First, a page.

How Michigan researchers are tracking ticks, Lyme disease risk, how to remove one

20 years ago, ticks in our area were more of a nuisance because they rarely carried serious diseases. Unfortunately, that has changed.

There is no doubt that tick populations in the state of Michigan are growing and moving into areas where we initially did not have concerns. 20 years ago, ticks in our area were really more of a nuisance because they rarely carry serious diseases. Unfortunately, that has changed.

In response to that change, researchers are now becoming more creative in tracking ticks and identifying how often they carry serious diseases; a particular concern is Lyme disease. To get a better understanding of how researchers are getting their data, we spent an afternoon with Dr. Jean Tsao, an associate professor in the department of fisheries and wildlife and large animal clinical science at Michigan State University. She has been studying ticks for nearly 30 years.

According to Tsao, it was not until about 2014 that they began seeing an increase in black-legged ticks, also known as deer ticks, establishing themselves in Michigan. Since then, her research has identified the tick population spreading further east all the way to counties bordering Lake Huron.

Read more: Michigan’s 5 most common ticks to watch out for

The tick population of greatest concern is the deer tick, but they have also seen an increase in Lone star tick populations as well. The Lone star tick has been found specifically in Berrien County. It is responsible for causing red meat allergies in addition to other illnesses.

Researchers routinely use a technique called dragging to find tick populations in the brush along a trail. Tick dragging involves pulling a large cloth over an area. Ticks that are looking for a host will often cling to that cloth and can be picked off, identified, counted, and studied. Researchers also trap mice in the woods in order to study tick populations.

The mice essentially collect the ticks during their travels. When the mice are captured, the ticks on them can be identified and tested as well. Another part of their research involves a small biopsy taken from the ears of the mice. That tiny tissue biopsy is tested in the lab for the presence of Lyme disease and anaplasmosis.

That gives researchers an idea of whether the mouse was recently infected even if they did not find a tick on the mouse. Yet another creative option that is being used is the placement of what the researchers call “mouse houses”. These are made from PVC and other components that can be purchased inexpensively at any home improvement store.

The purpose of these mouse houses is to create places where mice will live. When a mouse occupies these houses, during the course of routine preening, often times the ticks will fall off and down through a grate and into a collection trap at the bottom. Ticks will also spontaneously fall off when they are done collecting a blood meal on a mouse. This allows researchers to passively collect ticks that simply fall off the mice.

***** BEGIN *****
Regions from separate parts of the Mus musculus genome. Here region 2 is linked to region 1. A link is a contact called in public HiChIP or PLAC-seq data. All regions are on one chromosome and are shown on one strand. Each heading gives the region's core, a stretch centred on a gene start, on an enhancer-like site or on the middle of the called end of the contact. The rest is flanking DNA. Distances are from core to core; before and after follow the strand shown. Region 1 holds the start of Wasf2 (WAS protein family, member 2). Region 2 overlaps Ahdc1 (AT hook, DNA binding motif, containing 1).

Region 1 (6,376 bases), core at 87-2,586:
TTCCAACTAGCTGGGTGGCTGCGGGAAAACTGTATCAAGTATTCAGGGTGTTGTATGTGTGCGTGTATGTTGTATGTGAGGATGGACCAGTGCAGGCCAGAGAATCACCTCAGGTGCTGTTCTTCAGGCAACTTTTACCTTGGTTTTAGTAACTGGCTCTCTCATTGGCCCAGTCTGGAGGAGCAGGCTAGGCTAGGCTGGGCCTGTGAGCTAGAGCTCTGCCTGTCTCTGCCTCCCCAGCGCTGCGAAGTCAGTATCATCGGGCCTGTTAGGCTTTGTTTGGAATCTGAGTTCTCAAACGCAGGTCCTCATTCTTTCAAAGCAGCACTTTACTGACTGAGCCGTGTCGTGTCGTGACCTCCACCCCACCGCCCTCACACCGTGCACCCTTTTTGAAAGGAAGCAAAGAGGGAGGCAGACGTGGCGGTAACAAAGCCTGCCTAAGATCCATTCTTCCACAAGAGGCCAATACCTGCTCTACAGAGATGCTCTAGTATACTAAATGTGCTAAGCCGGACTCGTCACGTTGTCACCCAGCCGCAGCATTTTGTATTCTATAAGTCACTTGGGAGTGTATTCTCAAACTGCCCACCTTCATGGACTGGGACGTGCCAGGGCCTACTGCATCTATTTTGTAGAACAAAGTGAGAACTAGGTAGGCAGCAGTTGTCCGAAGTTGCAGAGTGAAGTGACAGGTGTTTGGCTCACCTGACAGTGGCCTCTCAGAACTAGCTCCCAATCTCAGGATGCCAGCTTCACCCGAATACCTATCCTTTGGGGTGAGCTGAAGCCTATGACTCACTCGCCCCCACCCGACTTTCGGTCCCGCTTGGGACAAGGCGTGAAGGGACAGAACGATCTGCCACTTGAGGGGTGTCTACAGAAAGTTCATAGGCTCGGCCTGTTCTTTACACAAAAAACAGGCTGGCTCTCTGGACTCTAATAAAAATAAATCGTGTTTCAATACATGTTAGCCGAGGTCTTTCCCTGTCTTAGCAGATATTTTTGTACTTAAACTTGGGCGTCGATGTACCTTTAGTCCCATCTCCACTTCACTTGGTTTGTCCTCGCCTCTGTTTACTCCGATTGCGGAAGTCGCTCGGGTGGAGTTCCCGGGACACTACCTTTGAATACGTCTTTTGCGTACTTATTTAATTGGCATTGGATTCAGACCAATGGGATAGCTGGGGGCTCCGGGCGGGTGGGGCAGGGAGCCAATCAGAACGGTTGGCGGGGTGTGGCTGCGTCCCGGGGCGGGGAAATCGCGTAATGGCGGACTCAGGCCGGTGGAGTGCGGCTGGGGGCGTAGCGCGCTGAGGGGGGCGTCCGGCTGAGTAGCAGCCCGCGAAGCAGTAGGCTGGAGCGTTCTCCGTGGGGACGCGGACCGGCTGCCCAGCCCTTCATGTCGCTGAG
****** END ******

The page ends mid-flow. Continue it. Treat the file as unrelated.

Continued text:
The data that Tsao and her colleagues have collected show there is an increased risk for Lyme disease across the majority of counties in Michigan. Here in southeast Michigan - Wayne, Oakland, Macomb, Washtenaw, and St Clair counties all have a meaningful Lyme disease risk.

How to remove a tick

Anecdotally it seems more people are reporting that either they or their pets have been found with ticks attached. That leads to the logical question of what someone should do. If you find a tick attached to your skin you should remove it as quickly as possible.

The simplest method is to grab the tick as close to the skin as possible with fine-tipped tweezers and pull it straight out.

Do not squeeze the body since this will not only destroy the tick but also potentially leave the mouth parts embedded in your skin.

Once the tick is removed, the skin can be cleaned and treated just as any other small cut would. You should not throw the tick away or smash it. There are resources available online to help you identify the tick and even how engorged it is. That is important because if it turns out to be a black-legged tick and it has not been attached for more than 24 hours, your risk of getting Lyme disease is essentially zero.

Tsao also recommends the use of a smartphone app called “The Tick App”. She helped develop it in order to collect data on tick exposures but also provide helpful information to the users of the app. It even offers a way to get the tick identified by an expert. If you find a tick and are able to photograph it the image can be uploaded through the app. Someone with experience will look at it and reply within 24 hours with the type of tick it is and even potentially give you an estimate of how long it had been attached based on its size and level of engorgement.

This is important information because the most common tick in Michigan, the American dog tick, has a very low risk of transmitting any disease. The American dog tick does not carry Lyme disease at all. It can transmit rocky mountain spotted fever but in Michigan, those are very rare cases. Knowing exactly what kind of tick it was can help you and your doctor make better-informed decisions on the need for antibiotics.

Click here to download the Tick App.


About the Author:

Dr. McGeorge can be seen on Local 4 News helping Metro Detroiters with health concerns when he isn't helping save lives in the emergency room at Henry Ford Hospital.